Disclaimer

Chi Alpha is not a partisan organization. To paraphrase another minister: we are not about the donkey’s agenda and we are not about the elephant’s agenda — we are about the Lamb’s agenda. Having said that, I read widely (in part because I believe we should aspire to pass the ideological Turing test and in part because I do not believe I can fairly say “I agree” or “I disagree” until I can say “I understand”) and may at times share articles that have a strong partisan bias simply because I find the article stimulating. The upshot: you should not assume I agree with everything an author says in an article I mention, much less things the author has said in other articles (although if I strongly disagree with something in the article I’ll usually mention it). And to the extent you can discern my opinions, please understand that they are my own and not necessarily those of Chi Alpha or any other organization I may be perceived to represent. Also, remember that I’m not reporting news — I’m giving you a selection of things I found interesting. There’s a lot happening in the world that’s not making an appearance here because I haven’t found stimulating articles written about it. If this was forwarded to you and you want to receive future emails, sign up here. You can also view the archives.

Things Glen Found Interesting, Volume 310

short and sweet this week

On Fridays I share articles/resources about broad cultural, societal and theological issues. Be sure to see the explanation and disclaimers at the bottom. I welcome your suggestions. If you read something fascinating please pass it my way.

This is volume 310 — which in base 6 is rendered as the much cooler volume 1234.

Things Glen Found Interesting

  1. Can Silicon Valley Find God? (Linda Kinstler, New York Times): “Over the course of my reporting, I often thought back to the experience of Rob Barrett, who worked as a researcher at IBM in the ’90s. One day, he was outlining the default privacy settings for an early web browser feature. His boss, he said, gave him only one instruction: ‘Do the right thing.’ It was up to Mr. Barrett to decide what the “right thing” was. That was when it dawned on him: ‘I don’t know enough theology to be a good engineer,’ he told his boss. He requested a leave of absence so he could study the Old Testament, and eventually he left the industry.” One of the interviewees, Sherol Chen, used to serve on our worship team. Interesting article!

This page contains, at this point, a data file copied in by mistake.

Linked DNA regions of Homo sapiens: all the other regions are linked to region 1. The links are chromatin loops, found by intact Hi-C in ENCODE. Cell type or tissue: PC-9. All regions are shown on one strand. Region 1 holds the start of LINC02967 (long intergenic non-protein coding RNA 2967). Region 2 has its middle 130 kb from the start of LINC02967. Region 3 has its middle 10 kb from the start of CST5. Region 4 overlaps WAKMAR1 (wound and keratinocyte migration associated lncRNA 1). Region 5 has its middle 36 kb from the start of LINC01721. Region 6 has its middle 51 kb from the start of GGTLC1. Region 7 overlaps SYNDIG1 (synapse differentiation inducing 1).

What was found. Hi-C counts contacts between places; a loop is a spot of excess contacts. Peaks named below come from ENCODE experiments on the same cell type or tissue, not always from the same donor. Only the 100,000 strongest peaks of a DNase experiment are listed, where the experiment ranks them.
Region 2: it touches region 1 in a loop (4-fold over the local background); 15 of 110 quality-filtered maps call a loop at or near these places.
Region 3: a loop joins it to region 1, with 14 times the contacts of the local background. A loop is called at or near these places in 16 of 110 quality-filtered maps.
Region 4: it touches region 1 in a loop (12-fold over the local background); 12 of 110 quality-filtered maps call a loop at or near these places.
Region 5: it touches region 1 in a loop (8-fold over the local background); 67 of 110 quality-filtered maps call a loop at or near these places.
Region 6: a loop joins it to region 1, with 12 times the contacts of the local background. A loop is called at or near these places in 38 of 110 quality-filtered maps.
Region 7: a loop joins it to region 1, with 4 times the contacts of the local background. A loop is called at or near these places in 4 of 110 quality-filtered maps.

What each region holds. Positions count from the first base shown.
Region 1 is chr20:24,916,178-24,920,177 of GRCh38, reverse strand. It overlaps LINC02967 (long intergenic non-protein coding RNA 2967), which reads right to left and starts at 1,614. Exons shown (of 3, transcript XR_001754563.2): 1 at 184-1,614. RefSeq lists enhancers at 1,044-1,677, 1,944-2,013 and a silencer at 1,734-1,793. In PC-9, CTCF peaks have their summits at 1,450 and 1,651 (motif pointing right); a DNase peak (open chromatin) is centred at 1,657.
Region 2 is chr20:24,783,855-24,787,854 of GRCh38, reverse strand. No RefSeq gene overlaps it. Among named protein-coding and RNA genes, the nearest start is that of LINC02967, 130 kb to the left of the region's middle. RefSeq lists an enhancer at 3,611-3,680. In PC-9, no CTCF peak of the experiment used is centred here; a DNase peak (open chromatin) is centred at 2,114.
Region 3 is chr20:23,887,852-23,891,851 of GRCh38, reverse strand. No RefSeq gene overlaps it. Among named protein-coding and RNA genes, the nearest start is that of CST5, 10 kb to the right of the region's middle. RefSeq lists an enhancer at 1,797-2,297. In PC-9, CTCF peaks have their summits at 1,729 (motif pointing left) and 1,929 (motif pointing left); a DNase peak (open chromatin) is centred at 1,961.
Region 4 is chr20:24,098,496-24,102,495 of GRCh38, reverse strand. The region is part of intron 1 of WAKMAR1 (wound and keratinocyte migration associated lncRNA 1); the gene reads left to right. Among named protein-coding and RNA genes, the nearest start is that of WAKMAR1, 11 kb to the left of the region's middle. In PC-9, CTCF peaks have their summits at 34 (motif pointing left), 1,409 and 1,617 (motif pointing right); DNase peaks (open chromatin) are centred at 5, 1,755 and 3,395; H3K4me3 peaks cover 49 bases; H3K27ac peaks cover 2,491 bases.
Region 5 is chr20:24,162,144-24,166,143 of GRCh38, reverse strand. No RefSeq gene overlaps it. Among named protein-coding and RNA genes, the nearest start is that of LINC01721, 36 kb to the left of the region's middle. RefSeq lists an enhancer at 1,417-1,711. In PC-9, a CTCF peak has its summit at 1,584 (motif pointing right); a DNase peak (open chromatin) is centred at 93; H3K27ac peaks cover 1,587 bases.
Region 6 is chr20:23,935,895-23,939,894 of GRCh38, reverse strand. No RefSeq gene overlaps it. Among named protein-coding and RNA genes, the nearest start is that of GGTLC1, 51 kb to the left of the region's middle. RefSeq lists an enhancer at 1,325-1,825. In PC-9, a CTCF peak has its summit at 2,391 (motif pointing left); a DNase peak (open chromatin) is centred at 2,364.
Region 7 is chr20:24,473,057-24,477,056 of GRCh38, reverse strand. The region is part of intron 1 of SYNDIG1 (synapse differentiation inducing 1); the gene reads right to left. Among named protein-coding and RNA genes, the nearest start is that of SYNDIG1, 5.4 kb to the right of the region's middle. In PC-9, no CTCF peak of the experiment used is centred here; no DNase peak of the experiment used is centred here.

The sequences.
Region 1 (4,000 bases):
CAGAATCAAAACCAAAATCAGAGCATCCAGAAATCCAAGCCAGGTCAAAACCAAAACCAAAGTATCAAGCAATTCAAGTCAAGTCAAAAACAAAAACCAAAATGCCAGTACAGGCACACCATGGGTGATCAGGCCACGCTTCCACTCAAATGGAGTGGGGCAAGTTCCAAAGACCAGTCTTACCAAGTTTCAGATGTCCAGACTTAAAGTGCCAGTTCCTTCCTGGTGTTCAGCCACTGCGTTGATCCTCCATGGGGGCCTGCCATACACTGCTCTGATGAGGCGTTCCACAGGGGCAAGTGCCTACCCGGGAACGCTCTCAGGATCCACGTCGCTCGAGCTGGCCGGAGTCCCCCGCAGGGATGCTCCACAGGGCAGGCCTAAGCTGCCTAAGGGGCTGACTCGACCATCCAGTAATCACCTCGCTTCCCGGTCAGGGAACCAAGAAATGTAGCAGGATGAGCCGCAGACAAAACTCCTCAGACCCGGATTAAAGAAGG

2. A horn-wearing ‘shaman.’ A cowboy evangelist. For some, the Capitol attack was a kind of Christian revolt. (Michelle Boorstein, Washington Post): “For many, their religious beliefs were not tied to any specific church or denomination — leaders of major denominations and megachurches, and even President Donald Trump’s faith advisers, were absent that day. For such people, their faith is individualistic, largely free of structures, rules or the approval of clergy.… part of the mix, say experts on American religion, is the fact that the country is in a period when institutional religion is breaking apart, becoming more individualized and more disconnected from denominations, theological credentials and oversight.”
    • You may have heard me say it before: “If you think organized religion is bad, wait until you catch a glimpse of disorganized religion.”
  3. I tried to report scientific misconduct. How did it go? (Joe Hilgard, personal blog): “I was curious to see how the self-correcting mechanisms of science would respond to what seemed to me a rather obvious case of unreliable data and possible research misconduct. It turns out Brandolini’s Law still holds: ‘The amount of energy needed to refute bullshit is an order of magnitude larger than to produce it.’ However, I was not prepared to be resisted and hindered by the self-correcting institutions of science itself.” Recommended by a student. The author is a psych prof at Illinois State.
  4. Anti-Racism is an Inter-White Struggle (Freddie deBoer, SubStack): “Anti-racism has become a kind of high-stakes poker game for educated white people: you risk losing your shirt at any time, but those who have the savvy and the guts to bluff their way to the top reap social and professional rewards.”
  5. Book Review: Crazy Like Us (Scott Alexander, Astral Codex Ten): “…does naming and pointing to a mental health problem make it worse? This was clearest in Hong Kong, where a seemingly very low base rate of anorexia exploded as soon as people started launching mental health awareness campaigns saying that it was a common and important disease (as had apparently happened before in Victorian Europe and 70s/80s America). But it also showed up in the section on how increasing awareness of PTSD seems to be associated with more PTSD, and how debriefing trauma victims about how they might get PTSD makes them more likely to get it.”